Fast forward to this morning. I’m enjoying coffee with a friend at my local Whole Foods. It seems a good time to reflect on Mackey’s secret formula. Since last year the Whole Foods Market stock price has been cut almost in half, dropping from $65 per share to around $37. It’s been a rough ride. Continue Reading…

Last night Larry Page, Google’s CEO, posted this entry on his Google+ account, “Google Self-Driving Car Project,” with the video below.

“Just imagine,” begins the company’s description a future with self-driving cars,

You can take a trip downtown at lunchtime without a 20-minute buffer to find parking. Seniors can keep their freedom even if they can’t keep their car keys. And drunk and distracted driving? History.

This is bold. It’s exciting. And it’s just one of several projects Google is juggling that could actually change the world. The company calls these “moonshots” and runs them out of its Google X division, an R&D skunkworks charged with making such bold – though calculated – bets on the future.

But the story here is one part fanboy awe over Google’s investments in ground-breaking innovation and one part befuddlement over how  little other corporations are putting into long-term R&D bets. Continue Reading…

Alex is an old linebacker, and a competitor still. Like me, he races the specter of his wife’s better runs. Unlike me, he tends to come out the victor. On Saturday she claimed a 7:45 pace on a four-mile morning run. On Sunday, he roused himself before dawn to push himself and run the same route just a bit faster.

He tells me yesterday that he likes to know when his workouts will end. It lets him know when to release his energy. If the workout ends sooner than he anticipated, he carries the baggage of unspent energy throughout his day. As in his football days, he wants to leave it all on the field. If it’s longer than expected, he may overshoot and lack the fuel to finish.

I’m different. When I don’t know where the finish line is, I turn to energy-conservation mode. I grind in a low-gear, going slow to make sure I don’t run out of gas and get stranded on the trail.


Credit: Dorando Pietri at the Marathon finish Olympic Games 1908 London, Public Domain

Too often, however, I’ve found myself carrying this approach to my work and long-term projects. These rarely present obvious beginnings and ends. They’re just very fluid by nature, and the pace is defined by an external authority. How do you meter out energy when you don’t know how long the project will last?

I’m finding value in defining those starts and finishes myself; in creating short-spurt campaigns within projects that have fuzzy parameters or jobs that just go on and on and on.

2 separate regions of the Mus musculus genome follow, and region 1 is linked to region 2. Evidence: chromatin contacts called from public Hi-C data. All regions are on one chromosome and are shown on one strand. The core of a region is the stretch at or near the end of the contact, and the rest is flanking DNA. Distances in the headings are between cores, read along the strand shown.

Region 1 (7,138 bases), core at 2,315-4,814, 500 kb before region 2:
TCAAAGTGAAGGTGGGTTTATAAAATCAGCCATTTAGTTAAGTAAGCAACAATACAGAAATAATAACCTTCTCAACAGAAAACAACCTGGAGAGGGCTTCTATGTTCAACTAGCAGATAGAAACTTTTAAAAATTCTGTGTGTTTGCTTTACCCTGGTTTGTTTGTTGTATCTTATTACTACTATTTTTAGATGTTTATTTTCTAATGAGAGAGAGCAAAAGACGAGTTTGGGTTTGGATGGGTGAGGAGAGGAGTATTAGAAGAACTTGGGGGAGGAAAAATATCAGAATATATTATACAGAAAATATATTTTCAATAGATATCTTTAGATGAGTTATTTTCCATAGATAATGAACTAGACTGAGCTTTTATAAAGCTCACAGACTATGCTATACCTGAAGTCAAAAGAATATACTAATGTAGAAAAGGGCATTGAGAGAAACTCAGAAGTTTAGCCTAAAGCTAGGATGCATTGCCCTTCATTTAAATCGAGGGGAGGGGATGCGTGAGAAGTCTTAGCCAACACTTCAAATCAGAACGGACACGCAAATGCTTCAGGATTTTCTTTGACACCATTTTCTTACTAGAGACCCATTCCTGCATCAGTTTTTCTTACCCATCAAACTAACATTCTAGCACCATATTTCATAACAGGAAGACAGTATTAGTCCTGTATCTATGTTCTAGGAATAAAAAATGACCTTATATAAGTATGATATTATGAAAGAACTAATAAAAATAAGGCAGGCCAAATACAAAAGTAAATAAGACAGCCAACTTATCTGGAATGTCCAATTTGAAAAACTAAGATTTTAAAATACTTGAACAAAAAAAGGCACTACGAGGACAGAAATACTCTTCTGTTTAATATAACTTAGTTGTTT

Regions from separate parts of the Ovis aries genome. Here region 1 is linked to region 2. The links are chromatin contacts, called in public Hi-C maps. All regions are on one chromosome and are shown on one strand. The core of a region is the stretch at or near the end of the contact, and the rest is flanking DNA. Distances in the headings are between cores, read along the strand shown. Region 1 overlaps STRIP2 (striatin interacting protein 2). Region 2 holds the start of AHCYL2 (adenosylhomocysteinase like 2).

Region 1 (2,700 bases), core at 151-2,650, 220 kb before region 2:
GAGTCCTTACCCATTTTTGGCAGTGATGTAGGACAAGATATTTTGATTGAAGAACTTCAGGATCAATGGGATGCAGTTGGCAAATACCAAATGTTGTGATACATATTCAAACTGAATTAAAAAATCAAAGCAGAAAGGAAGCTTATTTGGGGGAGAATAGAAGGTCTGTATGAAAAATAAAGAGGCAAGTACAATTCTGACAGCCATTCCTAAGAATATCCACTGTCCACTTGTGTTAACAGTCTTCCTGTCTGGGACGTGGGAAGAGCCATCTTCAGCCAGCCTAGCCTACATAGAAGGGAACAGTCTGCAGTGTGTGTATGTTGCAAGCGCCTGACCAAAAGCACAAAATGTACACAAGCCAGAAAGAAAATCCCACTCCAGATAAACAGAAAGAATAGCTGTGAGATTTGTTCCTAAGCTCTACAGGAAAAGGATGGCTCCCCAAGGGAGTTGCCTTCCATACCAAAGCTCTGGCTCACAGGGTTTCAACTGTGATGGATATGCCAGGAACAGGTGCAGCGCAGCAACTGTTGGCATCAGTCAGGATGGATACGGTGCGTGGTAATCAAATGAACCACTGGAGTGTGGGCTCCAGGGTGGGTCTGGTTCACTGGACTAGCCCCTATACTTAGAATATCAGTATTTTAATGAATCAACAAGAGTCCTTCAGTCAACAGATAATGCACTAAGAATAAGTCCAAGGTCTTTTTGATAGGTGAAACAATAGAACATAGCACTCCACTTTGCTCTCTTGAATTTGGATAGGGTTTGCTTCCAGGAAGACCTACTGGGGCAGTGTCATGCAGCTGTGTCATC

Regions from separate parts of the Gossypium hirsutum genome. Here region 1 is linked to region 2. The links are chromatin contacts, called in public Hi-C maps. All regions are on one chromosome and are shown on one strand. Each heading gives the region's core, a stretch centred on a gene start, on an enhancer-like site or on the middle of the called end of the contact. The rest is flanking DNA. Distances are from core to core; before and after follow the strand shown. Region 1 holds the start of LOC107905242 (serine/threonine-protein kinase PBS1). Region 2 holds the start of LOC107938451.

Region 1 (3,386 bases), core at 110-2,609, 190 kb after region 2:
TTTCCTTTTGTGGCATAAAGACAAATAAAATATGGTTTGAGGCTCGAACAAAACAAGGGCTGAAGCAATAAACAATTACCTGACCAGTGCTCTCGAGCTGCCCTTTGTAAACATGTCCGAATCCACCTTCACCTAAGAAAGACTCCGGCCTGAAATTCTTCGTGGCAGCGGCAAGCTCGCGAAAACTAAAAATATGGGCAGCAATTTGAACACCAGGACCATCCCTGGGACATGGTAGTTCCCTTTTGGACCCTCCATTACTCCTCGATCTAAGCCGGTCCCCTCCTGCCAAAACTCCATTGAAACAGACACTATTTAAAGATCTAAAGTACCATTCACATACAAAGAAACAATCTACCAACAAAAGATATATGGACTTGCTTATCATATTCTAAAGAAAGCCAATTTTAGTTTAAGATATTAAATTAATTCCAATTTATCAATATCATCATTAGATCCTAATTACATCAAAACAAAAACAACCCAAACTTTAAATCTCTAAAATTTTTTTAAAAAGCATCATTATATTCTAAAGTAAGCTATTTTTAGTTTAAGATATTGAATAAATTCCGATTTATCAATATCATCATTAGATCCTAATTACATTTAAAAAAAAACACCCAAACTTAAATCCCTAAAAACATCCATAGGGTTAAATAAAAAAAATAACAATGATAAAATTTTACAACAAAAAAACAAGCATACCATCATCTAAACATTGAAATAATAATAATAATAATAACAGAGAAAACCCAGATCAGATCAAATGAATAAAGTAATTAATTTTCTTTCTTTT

A campaign mindset creates the illusion of control and lets me know when to drop into low gear for long-lasting marathon mode, and when to toss in an all-out sprint to push myself, stretch my limits, and keep things exciting.

The latest exercise physiology teaches us that intense sprints create asymmetrical improvement in speed and increases in strength, provided they are followed by enough recovery. Grinding workouts at the same speed, distance or weight produce less desirable outcomes. Though they aren’t all bad, they can wear you down with the repetition of unrelenting routine.

But to sprint, you have to know where the finish is. You must have that promise that if you burn all your fuel, you’ll get the reward of time to rest and recover.

It’s easier to know the starts and finishes in sports than it is in work and our own creative projects. Even if he doesn’t know when the final horn with blow, Alex can feel confident that the work-out won’t go much longer than 45 minutes. He can release his energy accordingly. In work, the starts and finishes change. In projects, they get blurred. In both, the timeline is often defined by someone besides you.

My goal is to be the one to control my own campaign mindset, even if outside forces control the long-term beginnings and ends. In creative projects that might take months to develop, I can create shorter-term campaign “chunks” that allow me sprint to a milestone, cross the finish line, and then take some time to reflect, refresh and recharge. In work, I can create my own short-term goals; my own campaigns within the framework of a larger project that someone else may control.

I can sprint hard and grow through the intensity of stretching to reach my own goals, and then fall back into a more sustainable pace to recover. I can avoid too much grinding. And like Alex, I can find satisfaction from leaving it all on the field.